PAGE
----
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Wednesday, 10th October 2007

Wal-Mart Rolls Back Property Tax Payments

Wal-Mart Rolls Back Property Tax Payments
Source: Good Jobs First

The first-ever investigation of Wal-Mart's local property tax records finds that the retail giant systematically seeks to minimize its payment of taxes that support public schools and other vital government services. That is the key finding of Rolling Back Property Tax Payments, a report released today by Good Jobs First, a non-profit, non-partisan research center in Washington, DC.
Based on a large national sample of Wal-Mart stores and a review of all of its distribution centers open as of the beginning of 2005, Good Jobs First concludes that Wal-Mart has filed assessment challenges at more than one-third of its facilities around the country. At many facilities there have been appeals in multiple years. Overall, Good Jobs First estimates that the company has filed more than 2,100 property tax challenges nationwide.
Good Jobs First found significant variation in the frequency of assessment challenges from state to state. The largest numbers, both in percentage and absolute terms, were found in Texas. More than 80 percent of the Texas stores in our random sample of Wal-Mart stores had at least one challenge. Other states found to have high appeal rates are Colorado, Kansas, California, New Hampshire and Georgia.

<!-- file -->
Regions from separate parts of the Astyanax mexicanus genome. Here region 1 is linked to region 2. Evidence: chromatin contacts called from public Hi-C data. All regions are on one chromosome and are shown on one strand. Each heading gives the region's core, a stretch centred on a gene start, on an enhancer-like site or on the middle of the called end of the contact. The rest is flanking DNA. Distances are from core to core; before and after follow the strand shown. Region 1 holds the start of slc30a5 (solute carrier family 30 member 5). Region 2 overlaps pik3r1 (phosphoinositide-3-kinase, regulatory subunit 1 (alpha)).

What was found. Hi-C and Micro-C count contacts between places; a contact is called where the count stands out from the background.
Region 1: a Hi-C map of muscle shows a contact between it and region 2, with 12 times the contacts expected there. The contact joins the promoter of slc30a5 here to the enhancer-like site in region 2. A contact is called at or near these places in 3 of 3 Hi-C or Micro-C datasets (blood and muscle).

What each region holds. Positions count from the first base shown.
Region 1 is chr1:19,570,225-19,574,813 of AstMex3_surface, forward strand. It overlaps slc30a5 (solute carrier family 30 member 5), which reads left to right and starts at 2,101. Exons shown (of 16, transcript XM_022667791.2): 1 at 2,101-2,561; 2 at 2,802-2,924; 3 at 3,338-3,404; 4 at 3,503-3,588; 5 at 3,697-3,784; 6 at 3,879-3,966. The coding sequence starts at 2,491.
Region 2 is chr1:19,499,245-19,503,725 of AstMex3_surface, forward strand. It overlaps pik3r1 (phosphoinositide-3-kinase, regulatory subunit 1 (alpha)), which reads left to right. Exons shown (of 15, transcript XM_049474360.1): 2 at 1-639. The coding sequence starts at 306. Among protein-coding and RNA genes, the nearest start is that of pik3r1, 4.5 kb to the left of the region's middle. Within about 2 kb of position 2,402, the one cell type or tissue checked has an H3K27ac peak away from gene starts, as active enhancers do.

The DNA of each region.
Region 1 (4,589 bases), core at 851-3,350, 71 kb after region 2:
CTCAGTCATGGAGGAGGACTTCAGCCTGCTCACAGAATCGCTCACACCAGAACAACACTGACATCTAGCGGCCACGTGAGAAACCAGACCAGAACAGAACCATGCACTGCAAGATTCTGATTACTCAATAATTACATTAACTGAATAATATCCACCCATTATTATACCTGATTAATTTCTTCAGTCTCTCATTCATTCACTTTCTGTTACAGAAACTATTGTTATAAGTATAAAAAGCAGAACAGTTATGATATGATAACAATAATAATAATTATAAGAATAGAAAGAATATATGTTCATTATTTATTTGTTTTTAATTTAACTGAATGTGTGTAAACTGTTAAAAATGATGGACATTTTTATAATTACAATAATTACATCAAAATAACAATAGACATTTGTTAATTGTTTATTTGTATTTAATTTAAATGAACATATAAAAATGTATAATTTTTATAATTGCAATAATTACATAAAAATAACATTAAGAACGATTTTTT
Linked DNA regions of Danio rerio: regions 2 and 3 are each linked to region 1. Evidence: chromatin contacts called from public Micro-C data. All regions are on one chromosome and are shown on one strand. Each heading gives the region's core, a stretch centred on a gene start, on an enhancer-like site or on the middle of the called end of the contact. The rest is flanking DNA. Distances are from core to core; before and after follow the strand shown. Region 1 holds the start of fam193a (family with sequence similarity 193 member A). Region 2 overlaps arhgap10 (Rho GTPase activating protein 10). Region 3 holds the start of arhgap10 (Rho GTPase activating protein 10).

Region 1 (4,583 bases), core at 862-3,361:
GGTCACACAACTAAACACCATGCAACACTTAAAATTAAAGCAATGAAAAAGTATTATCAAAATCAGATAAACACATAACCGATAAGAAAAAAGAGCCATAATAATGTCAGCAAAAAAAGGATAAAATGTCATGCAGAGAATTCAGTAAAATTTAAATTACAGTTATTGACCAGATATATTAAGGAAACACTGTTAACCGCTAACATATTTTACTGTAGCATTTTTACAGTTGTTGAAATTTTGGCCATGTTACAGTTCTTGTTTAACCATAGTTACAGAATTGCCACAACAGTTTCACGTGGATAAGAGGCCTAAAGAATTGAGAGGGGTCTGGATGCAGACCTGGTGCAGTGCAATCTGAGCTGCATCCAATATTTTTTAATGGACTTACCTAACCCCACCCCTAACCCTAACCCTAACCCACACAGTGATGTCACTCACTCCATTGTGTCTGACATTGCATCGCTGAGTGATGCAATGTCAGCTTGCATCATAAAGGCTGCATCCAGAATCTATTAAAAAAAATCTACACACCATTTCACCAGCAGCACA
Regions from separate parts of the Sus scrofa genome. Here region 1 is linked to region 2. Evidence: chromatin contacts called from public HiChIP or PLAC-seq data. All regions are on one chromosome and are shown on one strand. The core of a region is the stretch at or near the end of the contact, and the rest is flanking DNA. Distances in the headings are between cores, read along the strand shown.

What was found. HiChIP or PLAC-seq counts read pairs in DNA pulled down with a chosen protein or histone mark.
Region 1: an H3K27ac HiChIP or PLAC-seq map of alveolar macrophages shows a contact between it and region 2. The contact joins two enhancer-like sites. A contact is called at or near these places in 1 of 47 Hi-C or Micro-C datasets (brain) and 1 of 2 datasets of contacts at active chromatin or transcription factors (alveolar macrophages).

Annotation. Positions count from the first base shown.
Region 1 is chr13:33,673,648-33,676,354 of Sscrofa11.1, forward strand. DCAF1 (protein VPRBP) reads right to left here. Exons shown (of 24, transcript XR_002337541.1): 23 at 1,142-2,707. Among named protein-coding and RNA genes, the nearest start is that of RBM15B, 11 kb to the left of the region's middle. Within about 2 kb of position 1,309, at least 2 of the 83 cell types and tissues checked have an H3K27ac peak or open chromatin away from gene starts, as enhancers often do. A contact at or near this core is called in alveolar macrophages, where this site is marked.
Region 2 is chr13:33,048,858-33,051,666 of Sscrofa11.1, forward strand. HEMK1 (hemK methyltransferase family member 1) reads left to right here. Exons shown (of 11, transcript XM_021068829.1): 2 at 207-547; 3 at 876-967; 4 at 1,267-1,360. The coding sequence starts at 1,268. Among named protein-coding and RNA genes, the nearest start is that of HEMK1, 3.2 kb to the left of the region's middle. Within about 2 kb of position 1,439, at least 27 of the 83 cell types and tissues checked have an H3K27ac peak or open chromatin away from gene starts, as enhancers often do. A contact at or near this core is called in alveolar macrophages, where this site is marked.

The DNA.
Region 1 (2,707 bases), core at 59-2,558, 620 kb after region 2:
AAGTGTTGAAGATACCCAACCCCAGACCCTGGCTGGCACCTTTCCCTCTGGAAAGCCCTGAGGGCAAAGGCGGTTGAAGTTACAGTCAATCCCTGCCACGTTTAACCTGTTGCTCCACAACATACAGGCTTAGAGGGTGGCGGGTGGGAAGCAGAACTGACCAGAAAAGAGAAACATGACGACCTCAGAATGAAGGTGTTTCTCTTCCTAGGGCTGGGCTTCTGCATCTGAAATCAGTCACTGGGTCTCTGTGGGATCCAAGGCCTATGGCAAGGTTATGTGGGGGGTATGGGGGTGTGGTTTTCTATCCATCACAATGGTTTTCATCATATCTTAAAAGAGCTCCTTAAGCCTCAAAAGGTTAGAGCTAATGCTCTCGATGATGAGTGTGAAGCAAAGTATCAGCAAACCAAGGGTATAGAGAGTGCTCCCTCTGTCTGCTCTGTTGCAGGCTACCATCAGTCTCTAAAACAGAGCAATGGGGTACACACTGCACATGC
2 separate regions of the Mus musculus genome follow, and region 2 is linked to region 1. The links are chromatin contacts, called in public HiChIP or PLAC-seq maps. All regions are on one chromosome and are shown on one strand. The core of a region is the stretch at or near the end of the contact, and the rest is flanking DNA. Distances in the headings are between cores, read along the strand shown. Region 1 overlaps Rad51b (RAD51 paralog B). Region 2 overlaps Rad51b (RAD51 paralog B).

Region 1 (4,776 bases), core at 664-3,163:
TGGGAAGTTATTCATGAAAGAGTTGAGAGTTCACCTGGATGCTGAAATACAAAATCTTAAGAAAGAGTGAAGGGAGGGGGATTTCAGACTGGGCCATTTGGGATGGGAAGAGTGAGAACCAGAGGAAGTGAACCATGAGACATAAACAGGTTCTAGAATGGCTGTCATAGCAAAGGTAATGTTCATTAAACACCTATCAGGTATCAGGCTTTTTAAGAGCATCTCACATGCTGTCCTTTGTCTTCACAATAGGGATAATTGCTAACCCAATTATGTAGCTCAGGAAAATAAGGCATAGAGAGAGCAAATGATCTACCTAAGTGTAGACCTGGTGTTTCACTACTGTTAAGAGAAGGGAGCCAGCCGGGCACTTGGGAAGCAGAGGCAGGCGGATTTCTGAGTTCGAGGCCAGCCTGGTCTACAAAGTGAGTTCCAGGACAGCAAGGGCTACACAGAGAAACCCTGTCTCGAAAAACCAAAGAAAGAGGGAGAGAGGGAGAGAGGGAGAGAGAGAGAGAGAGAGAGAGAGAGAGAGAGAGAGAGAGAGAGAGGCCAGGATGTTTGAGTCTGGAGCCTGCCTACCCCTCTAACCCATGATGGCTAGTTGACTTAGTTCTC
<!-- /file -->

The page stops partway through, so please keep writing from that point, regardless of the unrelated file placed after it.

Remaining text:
The states with the most frequent appeals are not always those in which Wal-Mart has the most success. While Texas has the most appeals, the company's success rate in the state has been only 43%, far below the 82% success rate in Florida, for example. In California, the state where we found the second largest number of appeals, its success rate has been even lower: 25%.

There is no evident relationship between the frequency of Wal-Mart's challenges and the property tax rates in different states. Those with the highest frequencies include Texas, which is considered to have high property taxes (it has no state income tax), and California, which because of Proposition 13 has low property taxes--as well as states not necessarily high or low.

+ Full Report (PDF; 554 KB)



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